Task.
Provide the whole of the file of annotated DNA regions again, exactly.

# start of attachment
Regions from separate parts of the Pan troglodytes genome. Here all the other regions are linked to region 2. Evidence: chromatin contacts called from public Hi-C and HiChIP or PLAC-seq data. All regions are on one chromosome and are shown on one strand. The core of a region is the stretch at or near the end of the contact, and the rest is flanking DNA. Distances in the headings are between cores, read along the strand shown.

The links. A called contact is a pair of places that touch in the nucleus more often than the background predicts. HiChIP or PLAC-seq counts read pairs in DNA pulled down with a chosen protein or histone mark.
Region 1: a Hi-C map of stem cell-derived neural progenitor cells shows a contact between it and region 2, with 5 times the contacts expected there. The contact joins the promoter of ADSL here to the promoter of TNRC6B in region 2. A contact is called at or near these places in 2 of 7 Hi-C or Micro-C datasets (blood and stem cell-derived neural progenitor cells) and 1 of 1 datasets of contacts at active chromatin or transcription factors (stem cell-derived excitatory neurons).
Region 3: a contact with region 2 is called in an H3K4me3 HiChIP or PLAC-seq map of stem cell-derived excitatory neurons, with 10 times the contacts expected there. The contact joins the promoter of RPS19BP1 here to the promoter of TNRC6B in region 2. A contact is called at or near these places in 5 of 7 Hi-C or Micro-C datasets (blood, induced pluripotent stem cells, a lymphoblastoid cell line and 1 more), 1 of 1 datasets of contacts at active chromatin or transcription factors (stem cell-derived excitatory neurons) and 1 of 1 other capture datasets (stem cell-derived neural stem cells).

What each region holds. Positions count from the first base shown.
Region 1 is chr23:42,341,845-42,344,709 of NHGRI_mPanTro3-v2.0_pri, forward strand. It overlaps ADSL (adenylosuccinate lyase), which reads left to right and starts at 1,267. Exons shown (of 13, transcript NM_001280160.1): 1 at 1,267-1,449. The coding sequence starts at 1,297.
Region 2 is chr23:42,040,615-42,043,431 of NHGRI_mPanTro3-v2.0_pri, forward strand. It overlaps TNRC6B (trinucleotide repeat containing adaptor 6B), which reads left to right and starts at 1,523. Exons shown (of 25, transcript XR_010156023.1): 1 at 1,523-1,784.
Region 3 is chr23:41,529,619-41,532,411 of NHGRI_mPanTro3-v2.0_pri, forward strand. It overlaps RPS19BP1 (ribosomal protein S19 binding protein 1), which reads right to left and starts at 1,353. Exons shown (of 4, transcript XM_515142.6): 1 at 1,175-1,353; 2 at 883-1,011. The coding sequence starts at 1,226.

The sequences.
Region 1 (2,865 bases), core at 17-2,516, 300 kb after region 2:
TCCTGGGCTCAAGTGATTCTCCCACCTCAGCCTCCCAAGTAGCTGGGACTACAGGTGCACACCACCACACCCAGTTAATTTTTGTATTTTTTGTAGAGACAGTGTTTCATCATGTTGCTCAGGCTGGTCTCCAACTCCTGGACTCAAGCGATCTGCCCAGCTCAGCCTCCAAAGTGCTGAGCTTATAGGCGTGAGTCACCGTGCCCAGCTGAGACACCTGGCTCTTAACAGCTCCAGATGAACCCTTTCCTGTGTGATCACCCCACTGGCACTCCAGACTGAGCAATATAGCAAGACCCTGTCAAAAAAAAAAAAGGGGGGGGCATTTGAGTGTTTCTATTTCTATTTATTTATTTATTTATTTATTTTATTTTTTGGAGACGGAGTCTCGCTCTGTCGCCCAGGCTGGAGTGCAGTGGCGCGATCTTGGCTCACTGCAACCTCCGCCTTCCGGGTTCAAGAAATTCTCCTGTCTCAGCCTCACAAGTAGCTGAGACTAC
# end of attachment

Regions from separate parts of the Pan troglodytes genome. Here all the other regions are linked to region 2. Evidence: chromatin contacts called from public Hi-C and HiChIP or PLAC-seq data. All regions are on one chromosome and are shown on one strand. The core of a region is the stretch at or near the end of the contact, and the rest is flanking DNA. Distances in the headings are between cores, read along the strand shown.

The links. A called contact is a pair of places that touch in the nucleus more often than the background predicts. HiChIP or PLAC-seq counts read pairs in DNA pulled down with a chosen protein or histone mark.
Region 1: a Hi-C map of stem cell-derived neural progenitor cells shows a contact between it and region 2, with 5 times the contacts expected there. The contact joins the promoter of ADSL here to the promoter of TNRC6B in region 2. A contact is called at or near these places in 2 of 7 Hi-C or Micro-C datasets (blood and stem cell-derived neural progenitor cells) and 1 of 1 datasets of contacts at active chromatin or transcription factors (stem cell-derived excitatory neurons).
Region 3: a contact with region 2 is called in an H3K4me3 HiChIP or PLAC-seq map of stem cell-derived excitatory neurons, with 10 times the contacts expected there. The contact joins the promoter of RPS19BP1 here to the promoter of TNRC6B in region 2. A contact is called at or near these places in 5 of 7 Hi-C or Micro-C datasets (blood, induced pluripotent stem cells, a lymphoblastoid cell line and 1 more), 1 of 1 datasets of contacts at active chromatin or transcription factors (stem cell-derived excitatory neurons) and 1 of 1 other capture datasets (stem cell-derived neural stem cells).

What each region holds. Positions count from the first base shown.
Region 1 is chr23:42,341,845-42,344,709 of NHGRI_mPanTro3-v2.0_pri, forward strand. It overlaps ADSL (adenylosuccinate lyase), which reads left to right and starts at 1,267. Exons shown (of 13, transcript NM_001280160.1): 1 at 1,267-1,449. The coding sequence starts at 1,297.
Region 2 is chr23:42,040,615-42,043,431 of NHGRI_mPanTro3-v2.0_pri, forward strand. It overlaps TNRC6B (trinucleotide repeat containing adaptor 6B), which reads left to right and starts at 1,523. Exons shown (of 25, transcript XR_010156023.1): 1 at 1,523-1,784.
Region 3 is chr23:41,529,619-41,532,411 of NHGRI_mPanTro3-v2.0_pri, forward strand. It overlaps RPS19BP1 (ribosomal protein S19 binding protein 1), which reads right to left and starts at 1,353. Exons shown (of 4, transcript XM_515142.6): 1 at 1,175-1,353; 2 at 883-1,011. The coding sequence starts at 1,226.

The sequences.
Region 1 (2,865 bases), core at 17-2,516, 300 kb after region 2:
TCCTGGGCTCAAGTGATTCTCCCACCTCAGCCTCCCAAGTAGCTGGGACTACAGGTGCACACCACCACACCCAGTTAATTTTTGTATTTTTTGTAGAGACAGTGTTTCATCATGTTGCTCAGGCTGGTCTCCAACTCCTGGACTCAAGCGATCTGCCCAGCTCAGCCTCCAAAGTGCTGAGCTTATAGGCGTGAGTCACCGTGCCCAGCTGAGACACCTGGCTCTTAACAGCTCCAGATGAACCCTTTCCTGTGTGATCACCCCACTGGCACTCCAGACTGAGCAATATAGCAAGACCCTGTCAAAAAAAAAAAAGGGGGGGGCATTTGAGTGTTTCTATTTCTATTTATTTATTTATTTATTTATTTTATTTTTTGGAGACGGAGTCTCGCTCTGTCGCCCAGGCTGGAGTGCAGTGGCGCGATCTTGGCTCACTGCAACCTCCGCCTTCCGGGTTCAAGAAATTCTCCTGTCTCAGCCTCACAAGTAGCTGAGACTAC